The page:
Miller tells business leaders: Higher gas tax is coming
Addressing a room packed with Maryland’s business and education leaders, the presiding officers of Maryland’s House and Senate both made a pitch for more spending on capital projects in the upcoming legislative session.
Senate President Thomas V. Mike Miller was the most blunt about how such a plan would be funded, saying at a breakfast meeting of the Maryland Chamber of Commerce: “There’s going to be a gas tax.”
“Is it popular?” Miller asked. “No.” But, he said, “It is going to have to get done now.”
House Speaker Michael E. Busch took a slightly different approach, saying that lawmakers in Annapolis are looking at ways to fund a large scale public works program, without specifying any particular taxes that he wants raised.
“How do we come up with an aggressive funding source to improve our capital infrastructure and put the labor force to work?” Busch said. “That is what we have to go back to Annapolis and do.”
The remarks given at the Maryland Chamber of Commerce Business Policy Conference in Cambridge were largely in step with a theme set by Gov. Martin O’Malley in October, when he asked the legislature to support more taxes as a way of funding state construction jobs. The governor and both presiding officers are Democrats, though they don't always agree on policy. Busch's comments suggest that as proposals to raise the gas tax go forward in the upcoming legislative session, the bigger fight is likely to be in the House of Delegates.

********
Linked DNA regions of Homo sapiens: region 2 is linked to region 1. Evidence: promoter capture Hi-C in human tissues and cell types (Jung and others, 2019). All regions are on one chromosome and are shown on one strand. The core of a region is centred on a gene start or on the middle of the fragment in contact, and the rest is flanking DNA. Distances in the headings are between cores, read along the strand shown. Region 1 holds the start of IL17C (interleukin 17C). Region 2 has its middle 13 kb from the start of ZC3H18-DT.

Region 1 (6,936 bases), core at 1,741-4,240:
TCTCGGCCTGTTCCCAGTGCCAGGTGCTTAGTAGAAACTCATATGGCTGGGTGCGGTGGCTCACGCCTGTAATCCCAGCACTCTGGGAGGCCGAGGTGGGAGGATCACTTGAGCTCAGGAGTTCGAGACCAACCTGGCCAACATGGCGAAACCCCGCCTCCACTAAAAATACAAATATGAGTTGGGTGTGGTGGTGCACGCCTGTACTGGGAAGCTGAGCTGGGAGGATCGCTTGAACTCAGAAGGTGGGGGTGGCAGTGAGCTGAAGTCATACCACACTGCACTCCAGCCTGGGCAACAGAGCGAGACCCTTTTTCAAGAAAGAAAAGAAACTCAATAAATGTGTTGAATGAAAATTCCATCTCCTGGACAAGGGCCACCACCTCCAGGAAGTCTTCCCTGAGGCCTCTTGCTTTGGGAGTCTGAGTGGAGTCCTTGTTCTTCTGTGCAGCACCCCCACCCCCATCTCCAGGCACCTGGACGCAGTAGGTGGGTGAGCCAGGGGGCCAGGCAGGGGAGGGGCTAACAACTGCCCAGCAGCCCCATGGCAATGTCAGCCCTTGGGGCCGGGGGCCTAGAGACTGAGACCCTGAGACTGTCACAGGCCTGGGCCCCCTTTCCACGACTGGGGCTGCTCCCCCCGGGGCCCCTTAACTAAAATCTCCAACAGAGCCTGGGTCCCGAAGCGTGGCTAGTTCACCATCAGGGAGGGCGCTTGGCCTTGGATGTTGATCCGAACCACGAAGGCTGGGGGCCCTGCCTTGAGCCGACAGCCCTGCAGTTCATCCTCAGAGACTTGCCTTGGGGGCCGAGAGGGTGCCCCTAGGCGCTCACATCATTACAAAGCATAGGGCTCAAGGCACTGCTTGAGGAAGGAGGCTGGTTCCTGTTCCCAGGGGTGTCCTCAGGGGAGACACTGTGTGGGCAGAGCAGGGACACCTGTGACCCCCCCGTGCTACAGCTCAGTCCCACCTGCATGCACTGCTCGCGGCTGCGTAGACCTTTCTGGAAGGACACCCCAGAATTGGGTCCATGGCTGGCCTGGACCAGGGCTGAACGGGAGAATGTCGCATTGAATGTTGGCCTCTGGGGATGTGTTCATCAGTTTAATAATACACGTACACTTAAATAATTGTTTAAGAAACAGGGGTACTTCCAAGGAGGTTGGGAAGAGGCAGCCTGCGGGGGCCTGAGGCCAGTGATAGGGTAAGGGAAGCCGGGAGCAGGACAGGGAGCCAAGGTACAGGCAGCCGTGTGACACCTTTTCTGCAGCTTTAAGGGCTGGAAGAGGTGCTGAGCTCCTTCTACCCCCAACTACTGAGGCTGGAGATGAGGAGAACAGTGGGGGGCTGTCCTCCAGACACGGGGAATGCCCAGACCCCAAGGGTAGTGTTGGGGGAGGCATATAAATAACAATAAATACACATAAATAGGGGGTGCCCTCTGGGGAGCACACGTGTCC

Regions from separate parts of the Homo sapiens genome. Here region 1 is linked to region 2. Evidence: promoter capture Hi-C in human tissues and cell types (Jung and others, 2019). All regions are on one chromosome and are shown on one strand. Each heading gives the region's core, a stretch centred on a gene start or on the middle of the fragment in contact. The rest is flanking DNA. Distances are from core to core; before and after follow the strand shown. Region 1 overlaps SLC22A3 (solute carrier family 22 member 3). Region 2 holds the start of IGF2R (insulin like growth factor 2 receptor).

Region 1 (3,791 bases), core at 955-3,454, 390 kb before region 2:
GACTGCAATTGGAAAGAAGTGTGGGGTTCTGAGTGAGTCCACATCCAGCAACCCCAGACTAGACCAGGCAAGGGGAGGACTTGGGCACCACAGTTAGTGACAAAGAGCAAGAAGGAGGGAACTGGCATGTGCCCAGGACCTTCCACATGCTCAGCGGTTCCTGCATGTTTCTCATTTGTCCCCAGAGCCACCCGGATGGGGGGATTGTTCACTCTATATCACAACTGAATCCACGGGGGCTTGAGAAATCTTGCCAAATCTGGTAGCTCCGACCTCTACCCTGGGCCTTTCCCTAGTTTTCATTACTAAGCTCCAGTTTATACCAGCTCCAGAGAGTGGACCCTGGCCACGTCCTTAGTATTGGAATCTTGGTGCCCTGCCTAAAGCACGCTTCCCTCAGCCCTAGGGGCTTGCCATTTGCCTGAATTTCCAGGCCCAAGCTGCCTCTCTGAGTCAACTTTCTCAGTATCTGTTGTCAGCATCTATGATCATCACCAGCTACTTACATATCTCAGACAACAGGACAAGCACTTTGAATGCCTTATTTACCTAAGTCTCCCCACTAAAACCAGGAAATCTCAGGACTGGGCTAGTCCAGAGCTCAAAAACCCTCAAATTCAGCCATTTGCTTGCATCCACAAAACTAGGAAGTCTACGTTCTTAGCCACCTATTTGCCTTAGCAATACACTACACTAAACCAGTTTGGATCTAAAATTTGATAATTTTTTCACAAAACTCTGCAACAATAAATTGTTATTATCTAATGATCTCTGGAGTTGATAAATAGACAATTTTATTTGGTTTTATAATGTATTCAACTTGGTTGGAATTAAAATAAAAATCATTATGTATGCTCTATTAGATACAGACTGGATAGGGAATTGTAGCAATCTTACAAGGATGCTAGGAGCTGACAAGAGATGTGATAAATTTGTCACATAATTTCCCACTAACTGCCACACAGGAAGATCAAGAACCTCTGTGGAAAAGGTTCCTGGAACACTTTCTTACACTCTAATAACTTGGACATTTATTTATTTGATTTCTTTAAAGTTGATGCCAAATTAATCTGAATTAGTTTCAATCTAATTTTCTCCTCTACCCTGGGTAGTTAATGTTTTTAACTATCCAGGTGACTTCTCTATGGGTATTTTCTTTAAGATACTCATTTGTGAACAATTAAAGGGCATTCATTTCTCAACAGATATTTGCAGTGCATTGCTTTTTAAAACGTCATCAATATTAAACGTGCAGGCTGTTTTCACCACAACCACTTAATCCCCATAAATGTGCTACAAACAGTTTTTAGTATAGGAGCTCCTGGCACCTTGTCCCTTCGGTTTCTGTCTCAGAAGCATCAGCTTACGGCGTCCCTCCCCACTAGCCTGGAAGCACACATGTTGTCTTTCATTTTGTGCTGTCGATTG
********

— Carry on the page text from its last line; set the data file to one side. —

“I don’t see anyone here standing in line to vote for a gas tax,” Busch said. “They are not.”
A state task force has proposed raising the gas tax by 15 cents a gallon as a means of bolstering the Transportation Trust Fund and paying for a backlog of state road repair and construction projects. Miller has previously suggested that he is likely to support an increase of less than 15 cents.
Miller said the legislature will also have to pass a constitutional amendment to protect the new funds, even though he said he thinks the move would be “bad budgeting” because “people in government need some flexibility.”
Such an amendment would have to be approved by voters on the 2012 ballot, which is also likely to contain a question about allowing illegal immigrants to have in-state tuition.
Maryland business advocacy organizations have been supportive of raising the gas tax, as long as the revenue is walled off from the rest of the state’s budget and can only be used for transportation projects. Since fiscal year 2009, the Maryland General Assembly has raided the so-called Transportation Trust Fund four times, moving roughly $218 million to other parts of the budget.
Del. Anthony O’Donnell, the House Republican leader, made clear that his caucus would not support a gas tax increase. “When people are banging on the door for a tax increase, think about the little guy,” he said, telling business leaders that consumers already are strapped and can ill afford more taxes and fees.
And Sen. Nancy Jacobs, who recently stepped down as Senate GOP leader, said: “There is something illogical about raising taxes to create jobs.”